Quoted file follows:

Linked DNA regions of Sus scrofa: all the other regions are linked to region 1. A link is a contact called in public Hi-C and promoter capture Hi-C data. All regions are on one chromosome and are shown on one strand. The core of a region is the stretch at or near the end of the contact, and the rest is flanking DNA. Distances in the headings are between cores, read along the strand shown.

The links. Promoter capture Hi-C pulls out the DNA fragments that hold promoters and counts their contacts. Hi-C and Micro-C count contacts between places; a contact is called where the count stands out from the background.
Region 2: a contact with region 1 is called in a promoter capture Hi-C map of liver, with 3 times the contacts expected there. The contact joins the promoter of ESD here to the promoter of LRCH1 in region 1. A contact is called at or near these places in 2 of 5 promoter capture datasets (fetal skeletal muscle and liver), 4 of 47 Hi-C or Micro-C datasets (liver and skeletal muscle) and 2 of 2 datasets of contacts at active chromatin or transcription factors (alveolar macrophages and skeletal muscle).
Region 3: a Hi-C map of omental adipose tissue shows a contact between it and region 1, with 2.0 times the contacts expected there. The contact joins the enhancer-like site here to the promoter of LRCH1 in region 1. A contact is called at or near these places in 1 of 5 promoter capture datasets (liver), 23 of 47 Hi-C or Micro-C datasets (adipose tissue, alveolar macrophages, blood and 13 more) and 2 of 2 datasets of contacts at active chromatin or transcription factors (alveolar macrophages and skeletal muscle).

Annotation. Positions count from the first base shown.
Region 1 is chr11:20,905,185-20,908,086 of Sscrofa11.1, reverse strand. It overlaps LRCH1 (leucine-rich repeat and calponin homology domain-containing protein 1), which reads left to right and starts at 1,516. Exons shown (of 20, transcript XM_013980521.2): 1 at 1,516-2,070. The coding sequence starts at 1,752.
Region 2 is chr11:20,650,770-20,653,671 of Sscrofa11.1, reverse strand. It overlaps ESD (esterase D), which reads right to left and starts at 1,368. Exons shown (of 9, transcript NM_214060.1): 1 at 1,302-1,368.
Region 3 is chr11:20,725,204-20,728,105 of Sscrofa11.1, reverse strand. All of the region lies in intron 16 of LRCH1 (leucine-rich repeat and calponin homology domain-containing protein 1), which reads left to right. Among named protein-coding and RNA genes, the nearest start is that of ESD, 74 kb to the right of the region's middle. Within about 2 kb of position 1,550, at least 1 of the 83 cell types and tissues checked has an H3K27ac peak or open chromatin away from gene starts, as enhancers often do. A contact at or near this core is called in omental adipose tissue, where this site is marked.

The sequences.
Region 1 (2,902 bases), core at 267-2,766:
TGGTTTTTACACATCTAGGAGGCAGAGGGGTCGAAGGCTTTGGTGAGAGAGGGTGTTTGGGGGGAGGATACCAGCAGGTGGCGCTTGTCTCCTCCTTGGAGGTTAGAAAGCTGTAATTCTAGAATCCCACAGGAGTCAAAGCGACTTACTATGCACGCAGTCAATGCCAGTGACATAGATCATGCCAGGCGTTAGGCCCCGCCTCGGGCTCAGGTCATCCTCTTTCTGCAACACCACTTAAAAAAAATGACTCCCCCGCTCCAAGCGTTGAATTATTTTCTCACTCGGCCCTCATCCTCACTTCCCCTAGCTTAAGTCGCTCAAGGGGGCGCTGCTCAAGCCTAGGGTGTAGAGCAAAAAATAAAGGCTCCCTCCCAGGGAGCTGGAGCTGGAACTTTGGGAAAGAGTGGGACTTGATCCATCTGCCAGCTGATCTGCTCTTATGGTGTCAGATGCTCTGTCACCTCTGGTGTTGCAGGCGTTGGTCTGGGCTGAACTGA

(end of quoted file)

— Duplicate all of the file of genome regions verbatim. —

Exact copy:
Linked DNA regions of Sus scrofa: all the other regions are linked to region 1. A link is a contact called in public Hi-C and promoter capture Hi-C data. All regions are on one chromosome and are shown on one strand. The core of a region is the stretch at or near the end of the contact, and the rest is flanking DNA. Distances in the headings are between cores, read along the strand shown.

The links. Promoter capture Hi-C pulls out the DNA fragments that hold promoters and counts their contacts. Hi-C and Micro-C count contacts between places; a contact is called where the count stands out from the background.
Region 2: a contact with region 1 is called in a promoter capture Hi-C map of liver, with 3 times the contacts expected there. The contact joins the promoter of ESD here to the promoter of LRCH1 in region 1. A contact is called at or near these places in 2 of 5 promoter capture datasets (fetal skeletal muscle and liver), 4 of 47 Hi-C or Micro-C datasets (liver and skeletal muscle) and 2 of 2 datasets of contacts at active chromatin or transcription factors (alveolar macrophages and skeletal muscle).
Region 3: a Hi-C map of omental adipose tissue shows a contact between it and region 1, with 2.0 times the contacts expected there. The contact joins the enhancer-like site here to the promoter of LRCH1 in region 1. A contact is called at or near these places in 1 of 5 promoter capture datasets (liver), 23 of 47 Hi-C or Micro-C datasets (adipose tissue, alveolar macrophages, blood and 13 more) and 2 of 2 datasets of contacts at active chromatin or transcription factors (alveolar macrophages and skeletal muscle).

Annotation. Positions count from the first base shown.
Region 1 is chr11:20,905,185-20,908,086 of Sscrofa11.1, reverse strand. It overlaps LRCH1 (leucine-rich repeat and calponin homology domain-containing protein 1), which reads left to right and starts at 1,516. Exons shown (of 20, transcript XM_013980521.2): 1 at 1,516-2,070. The coding sequence starts at 1,752.
Region 2 is chr11:20,650,770-20,653,671 of Sscrofa11.1, reverse strand. It overlaps ESD (esterase D), which reads right to left and starts at 1,368. Exons shown (of 9, transcript NM_214060.1): 1 at 1,302-1,368.
Region 3 is chr11:20,725,204-20,728,105 of Sscrofa11.1, reverse strand. All of the region lies in intron 16 of LRCH1 (leucine-rich repeat and calponin homology domain-containing protein 1), which reads left to right. Among named protein-coding and RNA genes, the nearest start is that of ESD, 74 kb to the right of the region's middle. Within about 2 kb of position 1,550, at least 1 of the 83 cell types and tissues checked has an H3K27ac peak or open chromatin away from gene starts, as enhancers often do. A contact at or near this core is called in omental adipose tissue, where this site is marked.

The sequences.
Region 1 (2,902 bases), core at 267-2,766:
TGGTTTTTACACATCTAGGAGGCAGAGGGGTCGAAGGCTTTGGTGAGAGAGGGTGTTTGGGGGGAGGATACCAGCAGGTGGCGCTTGTCTCCTCCTTGGAGGTTAGAAAGCTGTAATTCTAGAATCCCACAGGAGTCAAAGCGACTTACTATGCACGCAGTCAATGCCAGTGACATAGATCATGCCAGGCGTTAGGCCCCGCCTCGGGCTCAGGTCATCCTCTTTCTGCAACACCACTTAAAAAAAATGACTCCCCCGCTCCAAGCGTTGAATTATTTTCTCACTCGGCCCTCATCCTCACTTCCCCTAGCTTAAGTCGCTCAAGGGGGCGCTGCTCAAGCCTAGGGTGTAGAGCAAAAAATAAAGGCTCCCTCCCAGGGAGCTGGAGCTGGAACTTTGGGAAAGAGTGGGACTTGATCCATCTGCCAGCTGATCTGCTCTTATGGTGTCAGATGCTCTGTCACCTCTGGTGTTGCAGGCGTTGGTCTGGGCTGAACTGA